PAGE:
Mike Nugent robbed Bengals fans of their feelings on Sunday afternoon. With his sorry excuse for a field goal attempt sailing farther and farther away from the goal posts as the overtime clock hit zero—resulting in a 37-37 tie with the Panthers—Bengals fans stood dumbfounded, hands on their head, mouths either agape or spewing words that aren’t fit for print. Fans couldn’t be overly angry, even after what Nugent himself described as a “pathetic” kick, because it wasn’t a loss. But fans had no reason to be happy either, what with a 36-yard chip shot for the win—following a beautiful two-minute drill from Andy Dalton—getting shanked into the seats. Instead, everyone leaving the stadium, sitting at home, or downing one last beer at the bar were in a bit of a haze, five quarters of NFL football rendered essentially meaningless in a matter of seconds. A police officer who’s worked crowd control for events in Cincinnati for a number of years described the post-game crowd as unlike any he had ever seen leaving a Bengals game. It was like a horde of zombies stumbling back to their $20 parking spots. It completely masked all aspects of an incredibly entertaining game, both the good (the offense putting up 37 points without AJ Green; Gio Bernard’s 89-yard TD run; Pacman Jones’s 97-yard kick return) and the bad (the recently vaunted defense allowing 37 points, the penalties, the injuries). Might as well have been a bye week.
“I didn’t have to look up. I could have told you it didn’t hit the net. It was probably the worst ball I’ve ever hit in a game in my career.” —Mike Nugent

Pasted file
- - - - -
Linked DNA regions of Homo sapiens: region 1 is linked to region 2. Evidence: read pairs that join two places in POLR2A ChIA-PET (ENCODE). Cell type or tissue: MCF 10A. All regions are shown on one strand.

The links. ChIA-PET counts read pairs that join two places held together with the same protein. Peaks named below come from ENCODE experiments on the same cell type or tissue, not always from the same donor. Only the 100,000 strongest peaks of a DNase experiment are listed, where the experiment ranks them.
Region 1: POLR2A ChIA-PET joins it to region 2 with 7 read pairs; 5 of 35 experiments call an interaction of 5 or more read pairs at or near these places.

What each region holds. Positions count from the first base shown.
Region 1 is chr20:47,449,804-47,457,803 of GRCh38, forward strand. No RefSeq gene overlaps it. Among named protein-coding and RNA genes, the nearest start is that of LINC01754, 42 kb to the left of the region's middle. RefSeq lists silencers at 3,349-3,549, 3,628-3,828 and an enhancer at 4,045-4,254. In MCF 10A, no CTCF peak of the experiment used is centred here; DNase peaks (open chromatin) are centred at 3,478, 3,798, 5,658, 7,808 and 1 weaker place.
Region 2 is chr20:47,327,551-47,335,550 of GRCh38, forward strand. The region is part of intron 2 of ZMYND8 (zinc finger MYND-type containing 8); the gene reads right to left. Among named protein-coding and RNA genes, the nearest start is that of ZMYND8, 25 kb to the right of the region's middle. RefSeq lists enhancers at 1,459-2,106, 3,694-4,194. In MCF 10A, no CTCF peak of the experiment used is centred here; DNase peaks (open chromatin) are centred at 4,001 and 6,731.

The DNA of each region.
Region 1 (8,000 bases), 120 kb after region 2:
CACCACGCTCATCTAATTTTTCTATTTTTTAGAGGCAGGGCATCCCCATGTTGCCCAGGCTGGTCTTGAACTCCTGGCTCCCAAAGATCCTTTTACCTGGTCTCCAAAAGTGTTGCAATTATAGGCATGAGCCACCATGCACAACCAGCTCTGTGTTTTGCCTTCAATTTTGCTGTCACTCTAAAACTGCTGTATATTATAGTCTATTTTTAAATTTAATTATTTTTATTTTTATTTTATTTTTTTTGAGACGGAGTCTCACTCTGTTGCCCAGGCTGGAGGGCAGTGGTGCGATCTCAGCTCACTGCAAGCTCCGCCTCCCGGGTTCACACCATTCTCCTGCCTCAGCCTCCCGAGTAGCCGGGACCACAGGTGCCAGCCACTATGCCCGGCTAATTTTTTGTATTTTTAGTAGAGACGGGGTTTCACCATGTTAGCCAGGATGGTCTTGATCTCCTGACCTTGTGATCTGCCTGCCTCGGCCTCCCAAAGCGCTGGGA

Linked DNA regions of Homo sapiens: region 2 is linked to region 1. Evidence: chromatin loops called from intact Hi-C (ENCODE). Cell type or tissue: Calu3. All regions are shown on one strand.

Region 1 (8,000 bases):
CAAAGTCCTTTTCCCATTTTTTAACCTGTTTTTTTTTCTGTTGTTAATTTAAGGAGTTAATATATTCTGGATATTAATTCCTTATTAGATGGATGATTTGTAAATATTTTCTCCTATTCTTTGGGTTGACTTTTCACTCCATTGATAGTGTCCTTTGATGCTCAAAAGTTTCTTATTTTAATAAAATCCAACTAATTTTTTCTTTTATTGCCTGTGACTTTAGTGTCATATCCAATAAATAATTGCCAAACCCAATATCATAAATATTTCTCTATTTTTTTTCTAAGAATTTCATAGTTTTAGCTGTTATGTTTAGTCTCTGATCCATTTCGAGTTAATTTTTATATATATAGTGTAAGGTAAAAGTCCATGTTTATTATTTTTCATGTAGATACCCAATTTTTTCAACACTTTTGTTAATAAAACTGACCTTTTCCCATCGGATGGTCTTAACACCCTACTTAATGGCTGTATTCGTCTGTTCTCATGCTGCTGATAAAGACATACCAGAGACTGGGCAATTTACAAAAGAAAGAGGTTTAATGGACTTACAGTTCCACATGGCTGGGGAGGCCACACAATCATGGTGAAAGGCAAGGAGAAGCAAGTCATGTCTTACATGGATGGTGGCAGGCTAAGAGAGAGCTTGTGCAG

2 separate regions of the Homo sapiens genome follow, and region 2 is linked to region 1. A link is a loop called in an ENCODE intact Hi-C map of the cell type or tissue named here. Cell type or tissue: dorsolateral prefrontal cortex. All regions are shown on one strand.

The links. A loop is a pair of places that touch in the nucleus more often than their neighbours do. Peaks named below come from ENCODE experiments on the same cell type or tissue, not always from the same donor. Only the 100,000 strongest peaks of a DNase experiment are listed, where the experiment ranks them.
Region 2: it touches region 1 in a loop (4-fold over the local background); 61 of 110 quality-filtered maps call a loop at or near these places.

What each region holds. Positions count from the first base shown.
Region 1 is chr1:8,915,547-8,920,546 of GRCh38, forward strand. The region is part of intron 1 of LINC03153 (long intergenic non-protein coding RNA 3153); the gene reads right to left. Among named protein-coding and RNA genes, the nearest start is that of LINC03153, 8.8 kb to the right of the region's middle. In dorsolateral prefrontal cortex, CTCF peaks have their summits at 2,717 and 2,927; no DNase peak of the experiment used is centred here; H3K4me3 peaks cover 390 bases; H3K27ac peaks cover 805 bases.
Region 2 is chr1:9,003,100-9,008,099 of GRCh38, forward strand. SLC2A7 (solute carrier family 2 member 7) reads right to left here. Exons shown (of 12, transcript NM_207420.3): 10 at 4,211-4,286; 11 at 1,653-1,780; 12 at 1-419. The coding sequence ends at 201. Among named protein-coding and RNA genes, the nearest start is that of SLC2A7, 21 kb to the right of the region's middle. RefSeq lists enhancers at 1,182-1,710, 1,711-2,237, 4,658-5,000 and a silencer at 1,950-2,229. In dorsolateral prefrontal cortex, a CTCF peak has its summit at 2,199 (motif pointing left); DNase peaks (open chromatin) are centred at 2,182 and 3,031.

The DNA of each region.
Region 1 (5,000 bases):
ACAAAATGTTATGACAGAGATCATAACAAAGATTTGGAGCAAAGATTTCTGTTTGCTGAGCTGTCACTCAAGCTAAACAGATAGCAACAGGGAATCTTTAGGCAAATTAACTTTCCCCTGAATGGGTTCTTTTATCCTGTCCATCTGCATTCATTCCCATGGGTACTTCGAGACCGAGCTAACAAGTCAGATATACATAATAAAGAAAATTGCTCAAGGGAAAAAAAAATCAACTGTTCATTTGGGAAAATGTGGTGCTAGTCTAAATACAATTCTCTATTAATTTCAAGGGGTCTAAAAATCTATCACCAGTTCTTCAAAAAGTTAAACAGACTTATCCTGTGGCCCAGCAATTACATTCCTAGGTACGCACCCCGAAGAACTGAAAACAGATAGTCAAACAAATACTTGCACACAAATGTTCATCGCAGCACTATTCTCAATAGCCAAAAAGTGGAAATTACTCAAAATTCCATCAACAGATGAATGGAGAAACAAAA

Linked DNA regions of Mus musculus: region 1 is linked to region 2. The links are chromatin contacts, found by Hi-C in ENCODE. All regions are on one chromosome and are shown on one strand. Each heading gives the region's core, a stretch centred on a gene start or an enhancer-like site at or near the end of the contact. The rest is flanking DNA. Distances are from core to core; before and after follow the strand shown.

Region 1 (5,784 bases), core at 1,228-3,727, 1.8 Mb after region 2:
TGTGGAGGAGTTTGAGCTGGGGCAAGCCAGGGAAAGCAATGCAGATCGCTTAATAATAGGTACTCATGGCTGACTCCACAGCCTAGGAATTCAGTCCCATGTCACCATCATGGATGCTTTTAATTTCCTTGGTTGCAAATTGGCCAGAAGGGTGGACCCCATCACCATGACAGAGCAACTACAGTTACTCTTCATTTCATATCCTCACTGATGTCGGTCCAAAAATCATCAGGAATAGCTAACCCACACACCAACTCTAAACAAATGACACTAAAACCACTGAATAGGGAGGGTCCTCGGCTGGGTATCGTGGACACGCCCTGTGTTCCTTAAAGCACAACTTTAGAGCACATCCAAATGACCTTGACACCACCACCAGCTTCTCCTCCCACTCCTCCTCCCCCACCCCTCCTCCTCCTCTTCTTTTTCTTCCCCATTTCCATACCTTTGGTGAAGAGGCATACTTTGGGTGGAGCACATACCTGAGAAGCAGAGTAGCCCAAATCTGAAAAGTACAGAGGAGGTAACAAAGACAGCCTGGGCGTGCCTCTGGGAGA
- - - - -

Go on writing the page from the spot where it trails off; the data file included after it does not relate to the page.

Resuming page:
1. Mike “Connect with me on LinkedIn” Nugent
It looks as if he will keep his job for the moment, but he is 11-17 on field goals for the season and only 6 for his last 12. How many more misses before the team is forced to bring someone else in? And at what point does it completely erode Nugent’s confidence?
Through the first four games of the season, the Bengals committed 22 penalties for 187 yards. On Sunday against the Panthers, they racked up 13 penalties for 119 yards. A holding call on Andre Smith wiped out a Jeremy Hill touchdown run late in regulation. An illegal shift negated a 34-yard pass to Mo Sanu in the first half. An illegal contact call on Vontaze Burfict gave the Panthers an automatic first down on third-and-10 in overtime. The Bengals had a high-percentage chance of winning the game in overtime, but penalties may have been the only reason it got to that point in the first place.
3. Mo Sanu
With AJ Green (and Marvin Jones, and Tyler Eifert) on the shelf, the Bengals de facto #1 receiver came up huge with 10 catches for 120 yards, including a beautiful leaping touchdown grab.
4. Pacman Jones, kick returner
Having Pacman as a kick returner yet still using Brandon Tate is like having a Ferrari in your garage, but instead of driving it, you invite Brandon Tate over and lie down in the driveway while he runs you over with it.
5. Bengals Pass Rush
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Honorable Mention: Brandon Tate’s redemption (sort of), Jermaine Gresham has hands, Andy Dalton
Our Weekly Look at Andy Dalton vs The Blitz
On 16 snaps against the blitz, Dalton went 11/16 (68.8%) for 121 yards (7.6 ypa), 2 TDs, 1 INT, 0 sacks, 104.4 QB rating, -0.1 PFF grade.
Jeremy Hill’s Ickey Shuffle
Gio Bernard had his best game this season, rushing for 137 yards on 18 carries (7.6 ypc). But if you remove Bernard’s 89-yard touchdown run, he had 48 yards on 17 carries (2.8 ypc), the same average as Jeremy Hill, who had 22 yards on 8 carries. Now, I realize you can’t simply “remove” an 89-yard run from the statistics, but the Bengals have struggled to run the ball well this season (Gio specifically), and aside from that big gain, that held true this week as well.
The Weekly Madden GIFerator Creation
Twisting Ankles is Expensive
Bengals LB Vontaze Burfict will be fined $25,000 for twisting Cam Newton’s and Greg Olsen’s ankles, per league source. — ProFootballTalk (@ProFootballTalk) October 15, 2014